homeowners. a fiery joe biden getting loud today in ohio. he's hammering republicans on jobs in the heart of the rust belt. want you to listen in. >> things really are starting to come back. there are signs of life and hope in the heartland. jobs are starting to come back and the jobs that are coming back are the kinds of jobs you can build a middle class family on, manufacturing jobs, descece paying jobs, so you can live in a safe neighborhood, open your home, not rent your home. if a kids want to, be able to send your kid to college or send him to trade school. and, by the way, one thing i do resent, i resent when they talk about families like mine that i grew up in. i resent the fact that they think we're talking about it's
job envy, it's wealth envy, that we don't dream. my mother believed and my father believed that if i wanted to be president of the united states, i could be. i could be vice president. my mother and father believed that if my brother or sister wanted to be a millionaire, they could be a millionaire. my mother and father dreamed as much as any rich guy dreams. [ applause ] they don't get us. they don't get who we are. they don't understand, it seems to me. again, they're not bad, they just don't get it. >> vice president on a two-day tour of a critical midwestern swing state. and the mother of a mentally ill homeless man is going to get a million dollar settlement for the beating death of her son kelly thomas. the city of fullerton, california, approved this payment a week after two of its police officers were ordered to stand trial for this beating.
surveillance video very disturbing here shows these officers hitting thomas with baton, with fist. they taser him repeatedly as he begs for mercy. thomas died five days later. the wife of former syracuse university assistant basketball coach bernie fine announced last hour she's suing espn and two of its reporters. lau laurie fine says they destroyed her reputation. it comes after her husband was fired from syracuse amid allegations he sexually molested two former ball boys. his wife was dragged into the scandal after espn aired a phone call with one of the accusers. espn has issued this statement saying, quote, we haven't had an opportunity to review the cla complaint. we stand by our reporting. airport security coming under fire today on capitol hill. new government report says tsa is failing to adequately report,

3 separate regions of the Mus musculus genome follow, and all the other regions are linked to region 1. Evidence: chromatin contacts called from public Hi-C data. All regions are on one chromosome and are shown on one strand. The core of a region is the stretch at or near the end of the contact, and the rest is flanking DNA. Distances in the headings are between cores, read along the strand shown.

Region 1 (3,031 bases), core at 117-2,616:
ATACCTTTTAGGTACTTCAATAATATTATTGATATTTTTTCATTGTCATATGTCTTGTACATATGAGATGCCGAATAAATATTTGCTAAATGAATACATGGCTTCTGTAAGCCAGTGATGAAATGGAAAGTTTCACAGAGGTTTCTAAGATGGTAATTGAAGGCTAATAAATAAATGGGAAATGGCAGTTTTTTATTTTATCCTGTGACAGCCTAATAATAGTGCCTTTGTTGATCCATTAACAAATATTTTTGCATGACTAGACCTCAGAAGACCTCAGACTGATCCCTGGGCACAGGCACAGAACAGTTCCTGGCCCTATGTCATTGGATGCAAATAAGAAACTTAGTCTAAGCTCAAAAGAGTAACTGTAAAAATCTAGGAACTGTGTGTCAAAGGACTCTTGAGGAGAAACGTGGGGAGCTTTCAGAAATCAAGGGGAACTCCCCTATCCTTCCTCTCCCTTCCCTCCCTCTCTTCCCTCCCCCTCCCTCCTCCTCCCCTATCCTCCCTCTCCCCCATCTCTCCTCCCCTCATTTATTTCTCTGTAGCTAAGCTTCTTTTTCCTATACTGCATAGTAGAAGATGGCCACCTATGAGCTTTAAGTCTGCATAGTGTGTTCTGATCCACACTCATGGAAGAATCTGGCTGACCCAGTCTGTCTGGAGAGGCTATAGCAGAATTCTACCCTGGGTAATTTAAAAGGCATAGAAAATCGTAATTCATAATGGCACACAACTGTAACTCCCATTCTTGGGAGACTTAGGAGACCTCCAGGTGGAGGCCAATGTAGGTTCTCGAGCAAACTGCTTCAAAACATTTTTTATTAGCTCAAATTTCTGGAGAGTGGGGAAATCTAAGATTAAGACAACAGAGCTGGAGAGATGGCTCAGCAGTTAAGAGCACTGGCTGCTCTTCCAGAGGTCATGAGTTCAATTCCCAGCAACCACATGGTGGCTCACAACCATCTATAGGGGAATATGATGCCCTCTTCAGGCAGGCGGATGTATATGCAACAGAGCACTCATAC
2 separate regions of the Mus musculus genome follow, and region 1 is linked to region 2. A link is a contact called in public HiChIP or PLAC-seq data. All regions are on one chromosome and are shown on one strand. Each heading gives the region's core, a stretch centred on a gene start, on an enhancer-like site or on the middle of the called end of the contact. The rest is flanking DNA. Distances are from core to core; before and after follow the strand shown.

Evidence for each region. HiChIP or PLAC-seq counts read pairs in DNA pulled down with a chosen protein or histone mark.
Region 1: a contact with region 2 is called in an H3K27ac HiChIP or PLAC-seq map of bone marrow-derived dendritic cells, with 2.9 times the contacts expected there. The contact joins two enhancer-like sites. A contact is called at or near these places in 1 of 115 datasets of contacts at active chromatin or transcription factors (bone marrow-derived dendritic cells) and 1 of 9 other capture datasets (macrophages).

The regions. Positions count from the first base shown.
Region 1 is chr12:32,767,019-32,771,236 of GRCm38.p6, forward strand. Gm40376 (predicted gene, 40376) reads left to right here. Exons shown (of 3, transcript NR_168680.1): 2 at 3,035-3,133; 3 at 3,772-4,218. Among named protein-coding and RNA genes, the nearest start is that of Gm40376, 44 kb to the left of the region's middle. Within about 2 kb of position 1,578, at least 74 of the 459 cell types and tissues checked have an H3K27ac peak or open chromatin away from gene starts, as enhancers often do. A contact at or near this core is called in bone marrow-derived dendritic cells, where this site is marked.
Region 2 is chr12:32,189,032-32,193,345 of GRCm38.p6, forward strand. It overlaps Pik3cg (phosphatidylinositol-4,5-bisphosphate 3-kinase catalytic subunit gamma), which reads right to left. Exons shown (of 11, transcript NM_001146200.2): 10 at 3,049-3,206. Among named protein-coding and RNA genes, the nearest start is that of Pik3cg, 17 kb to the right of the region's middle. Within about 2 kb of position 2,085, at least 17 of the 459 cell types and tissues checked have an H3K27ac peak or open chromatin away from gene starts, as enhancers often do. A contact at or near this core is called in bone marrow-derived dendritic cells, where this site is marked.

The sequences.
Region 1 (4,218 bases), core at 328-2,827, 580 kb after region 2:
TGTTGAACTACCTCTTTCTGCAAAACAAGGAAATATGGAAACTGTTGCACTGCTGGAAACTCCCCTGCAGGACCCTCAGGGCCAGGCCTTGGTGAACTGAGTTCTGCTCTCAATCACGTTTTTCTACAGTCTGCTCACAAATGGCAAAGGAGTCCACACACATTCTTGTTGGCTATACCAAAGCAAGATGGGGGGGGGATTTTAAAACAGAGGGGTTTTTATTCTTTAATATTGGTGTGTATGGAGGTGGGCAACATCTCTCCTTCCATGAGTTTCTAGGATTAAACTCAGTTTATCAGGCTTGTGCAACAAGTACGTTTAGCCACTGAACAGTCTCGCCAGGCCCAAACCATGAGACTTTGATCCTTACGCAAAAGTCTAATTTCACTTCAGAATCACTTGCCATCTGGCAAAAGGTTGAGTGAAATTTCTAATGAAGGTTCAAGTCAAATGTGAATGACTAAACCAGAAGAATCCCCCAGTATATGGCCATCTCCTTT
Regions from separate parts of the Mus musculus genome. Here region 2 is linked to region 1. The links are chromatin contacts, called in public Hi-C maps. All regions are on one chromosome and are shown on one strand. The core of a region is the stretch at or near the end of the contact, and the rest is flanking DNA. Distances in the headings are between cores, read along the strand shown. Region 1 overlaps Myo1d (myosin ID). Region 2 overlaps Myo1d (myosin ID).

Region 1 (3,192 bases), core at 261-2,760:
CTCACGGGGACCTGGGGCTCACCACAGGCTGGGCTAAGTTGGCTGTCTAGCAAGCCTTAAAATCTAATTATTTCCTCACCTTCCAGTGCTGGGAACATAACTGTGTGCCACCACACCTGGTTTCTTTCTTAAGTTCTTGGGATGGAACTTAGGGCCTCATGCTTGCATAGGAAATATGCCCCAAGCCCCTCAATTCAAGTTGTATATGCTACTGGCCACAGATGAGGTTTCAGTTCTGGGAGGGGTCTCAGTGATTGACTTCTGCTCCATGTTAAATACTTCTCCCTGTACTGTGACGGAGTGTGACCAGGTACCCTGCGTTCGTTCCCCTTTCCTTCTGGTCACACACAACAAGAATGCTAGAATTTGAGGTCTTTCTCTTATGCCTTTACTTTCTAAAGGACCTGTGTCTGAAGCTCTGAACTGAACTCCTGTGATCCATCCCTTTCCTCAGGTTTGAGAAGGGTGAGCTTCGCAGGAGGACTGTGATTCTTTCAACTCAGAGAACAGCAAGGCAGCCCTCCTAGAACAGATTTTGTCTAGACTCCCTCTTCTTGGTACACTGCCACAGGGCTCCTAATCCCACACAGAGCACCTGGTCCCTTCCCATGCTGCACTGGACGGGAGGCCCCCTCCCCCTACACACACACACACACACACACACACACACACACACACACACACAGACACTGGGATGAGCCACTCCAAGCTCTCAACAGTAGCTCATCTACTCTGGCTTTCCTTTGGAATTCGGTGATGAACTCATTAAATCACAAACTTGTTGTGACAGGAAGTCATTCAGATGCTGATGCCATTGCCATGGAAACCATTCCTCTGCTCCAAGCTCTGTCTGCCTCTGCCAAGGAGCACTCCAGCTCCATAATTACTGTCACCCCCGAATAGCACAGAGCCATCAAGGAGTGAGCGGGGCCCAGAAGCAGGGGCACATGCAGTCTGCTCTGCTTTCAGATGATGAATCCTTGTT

track, and even fix security breaches. i want to bring in lizzie o'leary joining us from washington. i understand congress is holding a hear on this issue and the report from the department of homeland security is pretty damning. what does it say? >> reporter: it gives you a picture, suzanne, of sort of the whole scenario of what a security breach is and how many there were. this started when there were a number of incidents at newark airport and the new jersey senator frank lautenberg said i want to know more, i want to look into this. things like a knife getting through a check point. a man getting passed security without going through security. even a dead dog loaded onto a plane without being screened for explosives. he asked for this report. he looked at newark and five other airports. what they found, i want to put up some numbers, 42% of security breaches were not being accurately reported, and then only about half of those were actually being fixed. any corrective action was taken. and the most important thing is there really wasn't a widespread
system for tsa to step back and take a 30,000 foot look at the whole picture here. that's what prompted this hearing. you are hearing lawmakers say how did this all fit together? how do we do a better job? listen to an exchange from that hearing. >> so there's no depository where one could go and pull up all of the breaches that have occurred. >> well, first, you know, they need to have like i said earlier and the chairman alluded to, there needs to be a clear definition of what a breach is. and then tsa needs to give clear guidance to the airports what to report and when it report, and then tsa needs to follow through that. >> reporter: so you heard that, a clear definition of a clearer way to go to sort of stop this scatter shot approach. that's what congress is looking at to figure out how this stom works together.